Great austerity and adversity is coming to the most indebted countries, and to those who rely on traditional credit and banking. Thus the United States with its Russell 2000 companies, IWM, highly dependent upon easy access to low cost funding through credit businessess such as Nelnet, NNI, and American Express, AXP, Ireland, EIRL, Italy, EWI, Spain, EWP, Austria with its bankrupt Developing Europe carry trade loans, EWO, will be ground zero for suffering.
II … First up on today’s news is the developing imbroglio over the US mortgage backed securities, loan origination, securitization and servicing industry.
Tyler Durden reports on the mortgage foreclosure moratorium imbrolio relating Wells Fargo prepares for tsunami of loan repurchase demands and also Suzanne Kapner of Financial Times reports: “investors in private label lecurities have sued the large banks in an effort to recoup losses on mortgages they say were not underwritten properly. Among the investors that have filed suit are the Federal Home Loan Banks of Pittsburgh, Seattle and San Francisco, which are demanding a combined $25.6bn, according to a report published in August by Compass Point, a US research firm. And Moody’s Investor Service warned that foreclosure irregularities at a MetLife unit could force the company to hold property longer.” … Chart of WFC, JPM, C, and BAC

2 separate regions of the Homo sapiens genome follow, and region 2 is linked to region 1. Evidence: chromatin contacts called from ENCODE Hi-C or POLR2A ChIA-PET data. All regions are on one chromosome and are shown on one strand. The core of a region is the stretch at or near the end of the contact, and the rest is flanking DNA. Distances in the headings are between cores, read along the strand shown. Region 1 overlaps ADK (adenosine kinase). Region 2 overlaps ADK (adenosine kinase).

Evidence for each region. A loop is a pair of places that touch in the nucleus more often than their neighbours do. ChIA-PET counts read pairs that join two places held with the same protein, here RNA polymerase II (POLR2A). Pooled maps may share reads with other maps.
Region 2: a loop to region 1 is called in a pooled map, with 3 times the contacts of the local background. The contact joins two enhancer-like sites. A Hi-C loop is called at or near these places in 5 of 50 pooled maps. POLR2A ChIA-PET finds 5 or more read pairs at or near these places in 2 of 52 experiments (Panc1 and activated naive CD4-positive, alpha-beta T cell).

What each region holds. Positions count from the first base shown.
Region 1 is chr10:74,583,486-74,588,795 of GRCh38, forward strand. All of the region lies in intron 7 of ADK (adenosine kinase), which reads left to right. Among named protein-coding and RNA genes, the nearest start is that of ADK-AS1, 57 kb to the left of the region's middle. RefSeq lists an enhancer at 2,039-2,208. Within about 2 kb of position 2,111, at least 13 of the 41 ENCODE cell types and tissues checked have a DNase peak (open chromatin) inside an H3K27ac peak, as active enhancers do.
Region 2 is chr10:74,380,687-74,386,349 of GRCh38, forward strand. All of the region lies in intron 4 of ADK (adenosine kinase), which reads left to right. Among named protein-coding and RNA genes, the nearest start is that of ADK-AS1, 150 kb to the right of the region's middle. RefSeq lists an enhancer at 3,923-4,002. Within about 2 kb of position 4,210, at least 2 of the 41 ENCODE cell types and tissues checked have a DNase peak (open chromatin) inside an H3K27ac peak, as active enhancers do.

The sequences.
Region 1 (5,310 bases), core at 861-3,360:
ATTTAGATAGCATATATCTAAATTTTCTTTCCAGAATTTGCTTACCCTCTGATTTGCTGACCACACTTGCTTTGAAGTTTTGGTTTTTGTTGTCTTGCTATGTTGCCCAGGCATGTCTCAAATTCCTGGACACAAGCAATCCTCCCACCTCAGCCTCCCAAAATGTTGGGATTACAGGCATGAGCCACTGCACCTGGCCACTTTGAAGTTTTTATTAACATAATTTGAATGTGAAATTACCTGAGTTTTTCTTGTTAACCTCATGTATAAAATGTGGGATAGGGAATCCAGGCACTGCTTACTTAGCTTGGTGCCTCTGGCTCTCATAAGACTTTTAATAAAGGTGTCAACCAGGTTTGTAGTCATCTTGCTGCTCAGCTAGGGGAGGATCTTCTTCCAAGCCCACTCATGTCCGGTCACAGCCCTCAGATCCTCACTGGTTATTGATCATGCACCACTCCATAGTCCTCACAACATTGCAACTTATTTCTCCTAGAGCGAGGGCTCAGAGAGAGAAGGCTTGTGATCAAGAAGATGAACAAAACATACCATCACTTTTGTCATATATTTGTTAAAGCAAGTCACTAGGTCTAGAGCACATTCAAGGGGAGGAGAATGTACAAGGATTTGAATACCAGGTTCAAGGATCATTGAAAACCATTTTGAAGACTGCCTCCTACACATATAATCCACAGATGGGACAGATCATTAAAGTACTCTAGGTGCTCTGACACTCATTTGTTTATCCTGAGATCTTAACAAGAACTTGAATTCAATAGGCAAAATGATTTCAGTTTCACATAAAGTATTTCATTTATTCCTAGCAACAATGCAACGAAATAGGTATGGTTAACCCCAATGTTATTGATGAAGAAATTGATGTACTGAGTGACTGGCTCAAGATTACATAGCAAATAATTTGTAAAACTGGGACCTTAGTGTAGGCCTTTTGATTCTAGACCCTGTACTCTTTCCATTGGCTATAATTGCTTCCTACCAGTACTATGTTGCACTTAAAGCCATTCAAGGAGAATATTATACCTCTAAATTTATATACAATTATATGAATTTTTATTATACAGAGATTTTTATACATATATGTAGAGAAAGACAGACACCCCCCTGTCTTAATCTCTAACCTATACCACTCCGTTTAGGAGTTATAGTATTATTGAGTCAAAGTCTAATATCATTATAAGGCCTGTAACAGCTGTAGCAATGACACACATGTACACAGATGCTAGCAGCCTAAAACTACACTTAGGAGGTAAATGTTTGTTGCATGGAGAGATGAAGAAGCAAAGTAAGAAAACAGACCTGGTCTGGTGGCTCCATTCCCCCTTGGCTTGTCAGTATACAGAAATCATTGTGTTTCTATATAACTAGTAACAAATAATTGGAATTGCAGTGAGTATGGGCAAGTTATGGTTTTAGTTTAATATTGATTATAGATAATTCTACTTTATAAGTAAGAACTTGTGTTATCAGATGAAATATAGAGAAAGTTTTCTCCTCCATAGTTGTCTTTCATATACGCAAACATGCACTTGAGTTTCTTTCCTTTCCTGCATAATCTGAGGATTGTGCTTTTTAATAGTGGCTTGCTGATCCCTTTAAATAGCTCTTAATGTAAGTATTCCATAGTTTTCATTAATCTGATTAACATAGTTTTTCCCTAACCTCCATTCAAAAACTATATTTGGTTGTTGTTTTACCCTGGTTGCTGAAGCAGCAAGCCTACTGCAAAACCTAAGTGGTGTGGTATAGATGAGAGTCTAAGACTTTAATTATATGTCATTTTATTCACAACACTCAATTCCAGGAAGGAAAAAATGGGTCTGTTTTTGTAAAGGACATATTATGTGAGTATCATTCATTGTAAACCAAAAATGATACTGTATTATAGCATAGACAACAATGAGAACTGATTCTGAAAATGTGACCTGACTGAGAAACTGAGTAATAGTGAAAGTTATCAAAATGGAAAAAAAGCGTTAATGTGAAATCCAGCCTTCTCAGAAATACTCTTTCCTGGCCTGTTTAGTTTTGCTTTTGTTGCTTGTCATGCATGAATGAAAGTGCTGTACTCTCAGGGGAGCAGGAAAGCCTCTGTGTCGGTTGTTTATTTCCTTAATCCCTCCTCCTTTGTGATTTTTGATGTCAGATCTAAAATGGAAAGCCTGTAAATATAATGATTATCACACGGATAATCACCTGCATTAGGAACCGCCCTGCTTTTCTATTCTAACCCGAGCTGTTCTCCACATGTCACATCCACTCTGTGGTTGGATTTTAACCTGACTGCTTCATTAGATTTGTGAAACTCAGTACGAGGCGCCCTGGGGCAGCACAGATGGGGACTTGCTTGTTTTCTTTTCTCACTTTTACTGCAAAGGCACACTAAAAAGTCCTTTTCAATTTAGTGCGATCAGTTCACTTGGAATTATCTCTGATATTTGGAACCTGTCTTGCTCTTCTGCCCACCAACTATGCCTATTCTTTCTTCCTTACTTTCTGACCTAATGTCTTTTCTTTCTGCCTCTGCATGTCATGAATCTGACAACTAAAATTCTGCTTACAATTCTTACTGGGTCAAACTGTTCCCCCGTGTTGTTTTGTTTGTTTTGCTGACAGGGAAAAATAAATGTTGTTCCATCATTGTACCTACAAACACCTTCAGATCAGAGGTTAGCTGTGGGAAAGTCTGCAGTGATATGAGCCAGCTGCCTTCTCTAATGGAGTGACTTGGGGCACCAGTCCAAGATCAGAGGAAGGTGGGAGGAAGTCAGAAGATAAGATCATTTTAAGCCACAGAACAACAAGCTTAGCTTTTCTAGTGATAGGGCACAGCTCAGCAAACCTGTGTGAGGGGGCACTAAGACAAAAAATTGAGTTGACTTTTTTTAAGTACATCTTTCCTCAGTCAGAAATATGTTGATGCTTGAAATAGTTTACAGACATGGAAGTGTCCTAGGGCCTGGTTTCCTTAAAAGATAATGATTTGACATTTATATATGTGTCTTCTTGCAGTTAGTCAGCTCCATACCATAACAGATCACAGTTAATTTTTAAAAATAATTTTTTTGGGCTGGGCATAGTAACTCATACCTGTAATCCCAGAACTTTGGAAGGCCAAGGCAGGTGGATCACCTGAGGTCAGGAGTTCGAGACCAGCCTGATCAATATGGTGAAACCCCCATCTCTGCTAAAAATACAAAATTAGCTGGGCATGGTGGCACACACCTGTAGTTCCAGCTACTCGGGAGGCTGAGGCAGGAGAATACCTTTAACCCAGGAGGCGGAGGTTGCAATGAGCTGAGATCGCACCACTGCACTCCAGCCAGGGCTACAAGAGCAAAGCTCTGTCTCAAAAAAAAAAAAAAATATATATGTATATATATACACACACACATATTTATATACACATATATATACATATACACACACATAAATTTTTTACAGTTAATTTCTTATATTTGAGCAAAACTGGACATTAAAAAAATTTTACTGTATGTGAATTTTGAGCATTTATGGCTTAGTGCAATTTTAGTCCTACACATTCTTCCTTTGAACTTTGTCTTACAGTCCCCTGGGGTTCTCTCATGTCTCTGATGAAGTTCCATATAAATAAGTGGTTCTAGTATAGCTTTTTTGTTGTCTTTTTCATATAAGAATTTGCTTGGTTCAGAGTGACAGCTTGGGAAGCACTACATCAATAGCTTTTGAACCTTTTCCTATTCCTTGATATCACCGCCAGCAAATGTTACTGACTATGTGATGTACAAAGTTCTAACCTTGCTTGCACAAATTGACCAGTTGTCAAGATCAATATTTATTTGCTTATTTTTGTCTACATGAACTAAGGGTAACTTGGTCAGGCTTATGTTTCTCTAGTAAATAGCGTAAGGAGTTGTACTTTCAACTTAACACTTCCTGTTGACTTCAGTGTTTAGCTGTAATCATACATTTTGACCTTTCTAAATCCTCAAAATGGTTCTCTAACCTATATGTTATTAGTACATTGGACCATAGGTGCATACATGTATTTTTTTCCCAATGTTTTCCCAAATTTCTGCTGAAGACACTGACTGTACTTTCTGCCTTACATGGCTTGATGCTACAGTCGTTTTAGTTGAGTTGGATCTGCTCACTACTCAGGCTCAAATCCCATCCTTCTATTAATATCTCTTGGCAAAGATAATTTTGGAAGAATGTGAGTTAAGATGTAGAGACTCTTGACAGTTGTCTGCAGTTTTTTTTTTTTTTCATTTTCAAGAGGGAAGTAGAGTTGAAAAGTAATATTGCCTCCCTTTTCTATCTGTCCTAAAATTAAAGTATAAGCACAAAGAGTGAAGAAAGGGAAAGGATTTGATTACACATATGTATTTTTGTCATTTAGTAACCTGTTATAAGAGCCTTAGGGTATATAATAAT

Tyler Durden reports on the issue of Conejo Capital Partners and the Earls family moving back in to reclaim the real estate property at 5893 Mustang Dr Simi Valley 93063. This event is also covered by Irvine Renter in article Evicted HELOC Abusers Break In And Squat in Foreclosed Home.